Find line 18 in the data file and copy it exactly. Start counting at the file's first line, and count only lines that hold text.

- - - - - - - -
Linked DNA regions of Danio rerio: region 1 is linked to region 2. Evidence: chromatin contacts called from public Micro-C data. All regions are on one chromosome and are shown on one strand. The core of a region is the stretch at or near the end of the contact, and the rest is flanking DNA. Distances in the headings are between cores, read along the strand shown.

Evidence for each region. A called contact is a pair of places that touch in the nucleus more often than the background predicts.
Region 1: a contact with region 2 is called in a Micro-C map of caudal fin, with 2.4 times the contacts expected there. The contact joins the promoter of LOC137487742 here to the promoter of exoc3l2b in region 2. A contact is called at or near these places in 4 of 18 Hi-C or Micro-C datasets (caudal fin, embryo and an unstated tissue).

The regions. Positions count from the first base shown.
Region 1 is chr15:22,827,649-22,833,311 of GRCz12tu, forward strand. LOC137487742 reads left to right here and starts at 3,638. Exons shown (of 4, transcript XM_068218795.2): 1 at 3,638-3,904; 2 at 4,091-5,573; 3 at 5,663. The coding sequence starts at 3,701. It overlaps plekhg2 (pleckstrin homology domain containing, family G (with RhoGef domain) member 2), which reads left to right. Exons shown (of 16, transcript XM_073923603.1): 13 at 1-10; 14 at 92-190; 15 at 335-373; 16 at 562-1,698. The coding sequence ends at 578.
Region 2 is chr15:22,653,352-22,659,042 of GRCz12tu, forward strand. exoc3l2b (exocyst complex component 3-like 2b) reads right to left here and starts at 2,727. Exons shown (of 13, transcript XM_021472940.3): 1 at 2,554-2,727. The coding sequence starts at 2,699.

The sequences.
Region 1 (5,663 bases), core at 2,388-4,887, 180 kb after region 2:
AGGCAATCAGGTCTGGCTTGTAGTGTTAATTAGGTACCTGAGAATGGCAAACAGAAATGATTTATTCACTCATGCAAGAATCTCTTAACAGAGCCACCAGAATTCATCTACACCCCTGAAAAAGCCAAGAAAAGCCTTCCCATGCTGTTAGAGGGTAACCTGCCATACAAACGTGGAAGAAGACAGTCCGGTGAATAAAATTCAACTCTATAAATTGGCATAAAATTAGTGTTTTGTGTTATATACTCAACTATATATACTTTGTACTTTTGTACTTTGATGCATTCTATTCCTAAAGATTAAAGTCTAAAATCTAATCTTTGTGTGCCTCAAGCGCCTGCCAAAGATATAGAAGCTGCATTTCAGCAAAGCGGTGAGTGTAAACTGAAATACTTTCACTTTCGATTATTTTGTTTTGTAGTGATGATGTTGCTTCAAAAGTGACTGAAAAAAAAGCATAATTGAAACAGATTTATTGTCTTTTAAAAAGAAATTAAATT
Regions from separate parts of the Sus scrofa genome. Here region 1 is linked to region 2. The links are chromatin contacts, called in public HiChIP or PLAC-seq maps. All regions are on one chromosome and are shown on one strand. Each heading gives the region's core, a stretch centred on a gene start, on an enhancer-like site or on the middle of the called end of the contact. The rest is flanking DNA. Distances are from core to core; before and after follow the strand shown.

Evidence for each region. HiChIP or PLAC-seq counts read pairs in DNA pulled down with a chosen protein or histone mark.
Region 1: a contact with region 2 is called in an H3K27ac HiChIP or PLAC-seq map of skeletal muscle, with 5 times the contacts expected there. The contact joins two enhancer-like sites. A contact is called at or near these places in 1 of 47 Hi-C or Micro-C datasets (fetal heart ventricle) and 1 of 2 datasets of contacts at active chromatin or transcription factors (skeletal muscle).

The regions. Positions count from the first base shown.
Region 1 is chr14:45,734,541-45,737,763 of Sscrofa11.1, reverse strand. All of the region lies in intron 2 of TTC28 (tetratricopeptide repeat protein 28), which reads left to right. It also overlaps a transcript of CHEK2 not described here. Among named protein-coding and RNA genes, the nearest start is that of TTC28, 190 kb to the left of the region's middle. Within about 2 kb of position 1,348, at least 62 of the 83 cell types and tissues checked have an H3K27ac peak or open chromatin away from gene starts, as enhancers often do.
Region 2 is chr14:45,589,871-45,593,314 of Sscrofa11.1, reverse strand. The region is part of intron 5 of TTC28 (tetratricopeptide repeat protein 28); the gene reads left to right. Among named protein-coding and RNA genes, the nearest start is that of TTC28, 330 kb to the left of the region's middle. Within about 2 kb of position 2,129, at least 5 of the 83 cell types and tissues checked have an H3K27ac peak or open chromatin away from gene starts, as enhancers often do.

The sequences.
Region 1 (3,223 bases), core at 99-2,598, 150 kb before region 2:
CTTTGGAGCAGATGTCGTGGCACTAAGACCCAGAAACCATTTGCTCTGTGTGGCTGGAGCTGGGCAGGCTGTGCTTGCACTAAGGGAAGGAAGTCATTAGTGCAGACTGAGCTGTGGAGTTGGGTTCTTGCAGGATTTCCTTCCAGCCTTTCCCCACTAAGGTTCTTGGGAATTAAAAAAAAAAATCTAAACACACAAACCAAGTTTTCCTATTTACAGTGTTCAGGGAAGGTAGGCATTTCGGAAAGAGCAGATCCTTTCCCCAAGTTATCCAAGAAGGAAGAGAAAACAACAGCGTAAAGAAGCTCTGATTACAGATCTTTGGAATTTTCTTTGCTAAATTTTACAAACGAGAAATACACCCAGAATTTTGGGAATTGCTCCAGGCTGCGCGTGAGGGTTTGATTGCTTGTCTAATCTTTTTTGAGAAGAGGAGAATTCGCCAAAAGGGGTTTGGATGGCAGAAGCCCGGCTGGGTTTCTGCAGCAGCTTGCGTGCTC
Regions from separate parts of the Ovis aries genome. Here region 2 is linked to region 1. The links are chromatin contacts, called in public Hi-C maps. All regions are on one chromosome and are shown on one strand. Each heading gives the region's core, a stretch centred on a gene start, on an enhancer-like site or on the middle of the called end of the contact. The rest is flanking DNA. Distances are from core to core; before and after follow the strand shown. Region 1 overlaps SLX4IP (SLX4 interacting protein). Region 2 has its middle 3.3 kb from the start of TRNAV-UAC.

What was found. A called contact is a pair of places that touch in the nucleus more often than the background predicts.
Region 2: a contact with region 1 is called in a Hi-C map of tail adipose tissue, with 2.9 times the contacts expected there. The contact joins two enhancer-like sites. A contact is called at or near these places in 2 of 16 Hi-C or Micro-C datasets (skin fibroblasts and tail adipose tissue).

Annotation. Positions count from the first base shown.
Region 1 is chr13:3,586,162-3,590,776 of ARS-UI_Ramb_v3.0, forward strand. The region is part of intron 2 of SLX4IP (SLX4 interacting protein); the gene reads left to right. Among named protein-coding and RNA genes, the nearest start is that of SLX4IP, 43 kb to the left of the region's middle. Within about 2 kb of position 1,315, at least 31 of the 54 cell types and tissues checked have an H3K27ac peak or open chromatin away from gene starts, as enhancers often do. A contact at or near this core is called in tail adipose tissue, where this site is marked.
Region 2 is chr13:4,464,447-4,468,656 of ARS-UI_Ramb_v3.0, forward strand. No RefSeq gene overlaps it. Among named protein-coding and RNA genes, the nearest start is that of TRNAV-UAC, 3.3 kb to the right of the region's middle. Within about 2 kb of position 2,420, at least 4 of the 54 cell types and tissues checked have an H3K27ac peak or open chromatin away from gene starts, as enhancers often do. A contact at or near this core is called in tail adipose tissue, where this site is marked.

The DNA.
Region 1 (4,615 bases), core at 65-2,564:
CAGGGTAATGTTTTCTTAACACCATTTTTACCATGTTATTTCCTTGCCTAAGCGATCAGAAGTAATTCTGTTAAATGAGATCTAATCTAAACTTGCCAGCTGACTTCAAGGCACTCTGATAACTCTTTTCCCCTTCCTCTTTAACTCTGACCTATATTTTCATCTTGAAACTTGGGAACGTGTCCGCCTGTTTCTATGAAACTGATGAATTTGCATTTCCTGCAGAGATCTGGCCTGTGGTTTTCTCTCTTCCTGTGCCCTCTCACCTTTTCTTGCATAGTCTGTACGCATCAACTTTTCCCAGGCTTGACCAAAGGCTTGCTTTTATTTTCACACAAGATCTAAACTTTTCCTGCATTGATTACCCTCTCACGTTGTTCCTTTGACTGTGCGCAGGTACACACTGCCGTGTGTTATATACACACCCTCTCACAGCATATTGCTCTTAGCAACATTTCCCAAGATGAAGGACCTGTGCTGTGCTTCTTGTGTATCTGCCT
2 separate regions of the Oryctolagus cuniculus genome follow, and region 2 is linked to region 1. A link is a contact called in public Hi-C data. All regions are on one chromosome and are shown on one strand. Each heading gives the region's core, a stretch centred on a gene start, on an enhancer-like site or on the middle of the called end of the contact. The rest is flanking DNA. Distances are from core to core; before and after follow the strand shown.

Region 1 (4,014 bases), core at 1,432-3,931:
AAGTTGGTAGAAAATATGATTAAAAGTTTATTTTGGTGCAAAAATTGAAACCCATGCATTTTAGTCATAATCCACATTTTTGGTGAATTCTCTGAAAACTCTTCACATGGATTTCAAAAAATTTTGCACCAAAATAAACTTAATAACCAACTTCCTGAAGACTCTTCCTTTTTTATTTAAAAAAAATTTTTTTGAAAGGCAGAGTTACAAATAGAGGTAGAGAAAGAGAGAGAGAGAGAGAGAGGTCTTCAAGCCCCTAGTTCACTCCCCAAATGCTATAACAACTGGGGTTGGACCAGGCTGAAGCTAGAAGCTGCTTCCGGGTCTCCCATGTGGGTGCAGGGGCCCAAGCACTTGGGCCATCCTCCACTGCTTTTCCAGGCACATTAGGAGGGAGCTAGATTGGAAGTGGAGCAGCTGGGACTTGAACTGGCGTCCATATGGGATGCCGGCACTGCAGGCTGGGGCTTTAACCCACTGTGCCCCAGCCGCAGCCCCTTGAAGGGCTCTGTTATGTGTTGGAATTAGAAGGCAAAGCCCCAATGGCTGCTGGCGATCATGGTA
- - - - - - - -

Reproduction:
CTTTGGAGCAGATGTCGTGGCACTAAGACCCAGAAACCATTTGCTCTGTGTGGCTGGAGCTGGGCAGGCTGTGCTTGCACTAAGGGAAGGAAGTCATTAGTGCAGACTGAGCTGTGGAGTTGGGTTCTTGCAGGATTTCCTTCCAGCCTTTCCCCACTAAGGTTCTTGGGAATTAAAAAAAAAAATCTAAACACACAAACCAAGTTTTCCTATTTACAGTGTTCAGGGAAGGTAGGCATTTCGGAAAGAGCAGATCCTTTCCCCAAGTTATCCAAGAAGGAAGAGAAAACAACAGCGTAAAGAAGCTCTGATTACAGATCTTTGGAATTTTCTTTGCTAAATTTTACAAACGAGAAATACACCCAGAATTTTGGGAATTGCTCCAGGCTGCGCGTGAGGGTTTGATTGCTTGTCTAATCTTTTTTGAGAAGAGGAGAATTCGCCAAAAGGGGTTTGGATGGCAGAAGCCCGGCTGGGTTTCTGCAGCAGCTTGCGTGCTC